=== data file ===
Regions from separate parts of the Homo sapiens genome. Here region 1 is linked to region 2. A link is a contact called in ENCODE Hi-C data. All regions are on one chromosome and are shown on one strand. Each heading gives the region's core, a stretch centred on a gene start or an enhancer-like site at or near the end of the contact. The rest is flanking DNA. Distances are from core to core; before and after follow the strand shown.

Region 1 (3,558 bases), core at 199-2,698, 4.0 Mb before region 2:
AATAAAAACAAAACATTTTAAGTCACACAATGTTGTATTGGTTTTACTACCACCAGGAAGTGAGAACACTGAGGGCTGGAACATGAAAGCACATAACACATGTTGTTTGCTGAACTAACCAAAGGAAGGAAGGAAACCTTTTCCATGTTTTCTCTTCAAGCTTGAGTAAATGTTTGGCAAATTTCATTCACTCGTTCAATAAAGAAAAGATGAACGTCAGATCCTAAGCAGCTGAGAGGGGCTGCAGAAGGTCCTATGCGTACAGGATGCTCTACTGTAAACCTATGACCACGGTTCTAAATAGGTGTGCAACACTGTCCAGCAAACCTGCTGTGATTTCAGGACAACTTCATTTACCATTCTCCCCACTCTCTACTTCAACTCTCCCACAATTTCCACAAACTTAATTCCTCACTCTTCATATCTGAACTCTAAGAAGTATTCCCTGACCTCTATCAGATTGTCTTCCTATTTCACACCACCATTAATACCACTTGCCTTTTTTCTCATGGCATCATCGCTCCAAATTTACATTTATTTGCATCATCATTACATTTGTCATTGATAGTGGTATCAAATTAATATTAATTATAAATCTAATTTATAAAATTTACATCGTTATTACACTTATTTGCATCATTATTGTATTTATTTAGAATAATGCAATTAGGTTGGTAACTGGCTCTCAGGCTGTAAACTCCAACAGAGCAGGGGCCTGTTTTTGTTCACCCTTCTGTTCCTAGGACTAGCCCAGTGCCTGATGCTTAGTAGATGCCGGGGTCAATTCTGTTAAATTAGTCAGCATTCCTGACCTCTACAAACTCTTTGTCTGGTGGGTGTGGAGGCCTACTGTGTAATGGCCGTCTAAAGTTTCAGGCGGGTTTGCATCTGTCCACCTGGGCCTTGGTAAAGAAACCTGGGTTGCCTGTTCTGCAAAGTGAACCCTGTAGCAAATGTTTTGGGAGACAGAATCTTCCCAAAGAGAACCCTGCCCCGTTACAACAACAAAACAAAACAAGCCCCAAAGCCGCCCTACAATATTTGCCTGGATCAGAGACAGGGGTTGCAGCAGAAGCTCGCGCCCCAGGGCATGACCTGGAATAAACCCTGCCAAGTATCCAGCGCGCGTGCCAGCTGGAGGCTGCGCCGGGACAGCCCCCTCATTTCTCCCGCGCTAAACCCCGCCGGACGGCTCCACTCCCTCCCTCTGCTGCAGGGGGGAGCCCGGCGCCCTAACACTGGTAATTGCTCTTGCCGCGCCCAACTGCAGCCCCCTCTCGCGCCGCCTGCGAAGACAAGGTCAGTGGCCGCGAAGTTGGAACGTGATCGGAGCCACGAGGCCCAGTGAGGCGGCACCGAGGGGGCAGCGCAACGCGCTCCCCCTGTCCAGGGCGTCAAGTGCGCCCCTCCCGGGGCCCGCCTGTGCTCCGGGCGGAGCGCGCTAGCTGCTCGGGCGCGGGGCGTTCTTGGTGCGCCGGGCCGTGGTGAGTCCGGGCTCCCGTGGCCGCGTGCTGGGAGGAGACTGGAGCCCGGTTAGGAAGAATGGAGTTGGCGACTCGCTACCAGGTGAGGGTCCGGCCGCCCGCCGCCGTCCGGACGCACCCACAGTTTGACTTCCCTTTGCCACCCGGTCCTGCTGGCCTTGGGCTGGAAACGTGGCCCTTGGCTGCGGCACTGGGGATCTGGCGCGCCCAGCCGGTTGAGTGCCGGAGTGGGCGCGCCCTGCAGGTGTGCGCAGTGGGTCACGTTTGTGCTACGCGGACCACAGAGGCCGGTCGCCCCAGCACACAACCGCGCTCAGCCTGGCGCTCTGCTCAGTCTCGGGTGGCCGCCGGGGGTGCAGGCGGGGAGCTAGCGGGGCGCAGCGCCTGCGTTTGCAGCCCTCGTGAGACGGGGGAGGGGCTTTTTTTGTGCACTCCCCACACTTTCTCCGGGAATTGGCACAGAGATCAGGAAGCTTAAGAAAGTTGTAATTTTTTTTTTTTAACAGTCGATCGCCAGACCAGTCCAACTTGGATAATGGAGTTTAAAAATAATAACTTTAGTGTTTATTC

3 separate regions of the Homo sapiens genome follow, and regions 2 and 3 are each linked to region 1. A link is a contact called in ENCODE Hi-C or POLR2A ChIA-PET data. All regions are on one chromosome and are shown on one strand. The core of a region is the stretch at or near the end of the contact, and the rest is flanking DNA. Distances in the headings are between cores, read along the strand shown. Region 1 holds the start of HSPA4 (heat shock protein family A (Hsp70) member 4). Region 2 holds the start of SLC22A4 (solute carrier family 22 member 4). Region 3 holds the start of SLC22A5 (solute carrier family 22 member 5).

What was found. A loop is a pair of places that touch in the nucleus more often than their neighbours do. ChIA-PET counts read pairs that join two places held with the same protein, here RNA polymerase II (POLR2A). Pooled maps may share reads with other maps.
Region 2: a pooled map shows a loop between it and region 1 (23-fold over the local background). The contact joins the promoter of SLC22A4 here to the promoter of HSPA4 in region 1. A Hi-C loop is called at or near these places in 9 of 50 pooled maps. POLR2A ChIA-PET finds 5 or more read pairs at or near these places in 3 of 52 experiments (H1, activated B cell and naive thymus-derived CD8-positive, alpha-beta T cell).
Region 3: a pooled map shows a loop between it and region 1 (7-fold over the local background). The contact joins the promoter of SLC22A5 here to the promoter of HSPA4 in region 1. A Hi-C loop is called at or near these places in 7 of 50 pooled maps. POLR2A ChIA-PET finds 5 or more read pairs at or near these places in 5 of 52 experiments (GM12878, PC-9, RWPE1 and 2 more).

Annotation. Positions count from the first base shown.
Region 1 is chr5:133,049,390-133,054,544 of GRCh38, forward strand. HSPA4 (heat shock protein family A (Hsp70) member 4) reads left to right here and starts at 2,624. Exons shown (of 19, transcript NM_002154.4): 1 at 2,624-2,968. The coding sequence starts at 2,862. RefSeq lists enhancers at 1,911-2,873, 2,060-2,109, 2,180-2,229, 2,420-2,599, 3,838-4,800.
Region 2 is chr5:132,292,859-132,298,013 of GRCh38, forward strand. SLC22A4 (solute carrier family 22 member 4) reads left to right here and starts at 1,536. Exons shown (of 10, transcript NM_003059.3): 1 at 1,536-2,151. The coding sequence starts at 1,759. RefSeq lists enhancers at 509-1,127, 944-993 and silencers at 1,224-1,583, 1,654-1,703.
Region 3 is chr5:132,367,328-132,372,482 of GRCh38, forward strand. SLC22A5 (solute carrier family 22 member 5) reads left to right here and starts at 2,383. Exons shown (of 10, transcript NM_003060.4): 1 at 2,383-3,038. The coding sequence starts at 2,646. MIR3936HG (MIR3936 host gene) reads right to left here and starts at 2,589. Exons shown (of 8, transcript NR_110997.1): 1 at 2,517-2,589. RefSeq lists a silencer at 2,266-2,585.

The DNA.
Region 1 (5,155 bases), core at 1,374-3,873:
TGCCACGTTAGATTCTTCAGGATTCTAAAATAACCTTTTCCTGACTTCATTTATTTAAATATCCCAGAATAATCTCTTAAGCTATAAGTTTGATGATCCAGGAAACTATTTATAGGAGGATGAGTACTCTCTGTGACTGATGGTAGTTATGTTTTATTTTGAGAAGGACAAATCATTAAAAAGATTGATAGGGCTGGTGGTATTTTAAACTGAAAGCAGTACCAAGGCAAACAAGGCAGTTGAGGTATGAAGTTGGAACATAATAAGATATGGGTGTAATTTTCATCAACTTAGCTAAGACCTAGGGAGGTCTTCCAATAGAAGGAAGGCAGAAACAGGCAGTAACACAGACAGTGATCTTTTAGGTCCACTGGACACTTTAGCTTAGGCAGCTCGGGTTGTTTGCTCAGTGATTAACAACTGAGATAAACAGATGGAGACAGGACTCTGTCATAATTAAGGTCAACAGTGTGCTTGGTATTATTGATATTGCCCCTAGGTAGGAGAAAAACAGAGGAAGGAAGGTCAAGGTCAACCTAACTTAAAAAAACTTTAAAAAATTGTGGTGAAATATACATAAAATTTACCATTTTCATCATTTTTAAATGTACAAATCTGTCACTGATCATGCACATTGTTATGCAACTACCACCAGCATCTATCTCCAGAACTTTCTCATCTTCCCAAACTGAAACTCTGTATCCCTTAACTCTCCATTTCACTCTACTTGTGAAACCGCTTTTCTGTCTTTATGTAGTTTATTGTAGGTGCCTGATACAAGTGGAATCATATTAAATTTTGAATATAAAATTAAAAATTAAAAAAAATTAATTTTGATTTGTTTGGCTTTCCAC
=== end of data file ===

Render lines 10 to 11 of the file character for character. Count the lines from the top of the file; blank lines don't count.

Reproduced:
Region 2 is chr5:132,292,859-132,298,013 of GRCh38, forward strand. SLC22A4 (solute carrier family 22 member 4) reads left to right here and starts at 1,536. Exons shown (of 10, transcript NM_003059.3): 1 at 1,536-2,151. The coding sequence starts at 1,759. RefSeq lists enhancers at 509-1,127, 944-993 and silencers at 1,224-1,583, 1,654-1,703.
Region 3 is chr5:132,367,328-132,372,482 of GRCh38, forward strand. SLC22A5 (solute carrier family 22 member 5) reads left to right here and starts at 2,383. Exons shown (of 10, transcript NM_003060.4): 1 at 2,383-3,038. The coding sequence starts at 2,646. MIR3936HG (MIR3936 host gene) reads right to left here and starts at 2,589. Exons shown (of 8, transcript NR_110997.1): 1 at 2,517-2,589. RefSeq lists a silencer at 2,266-2,585.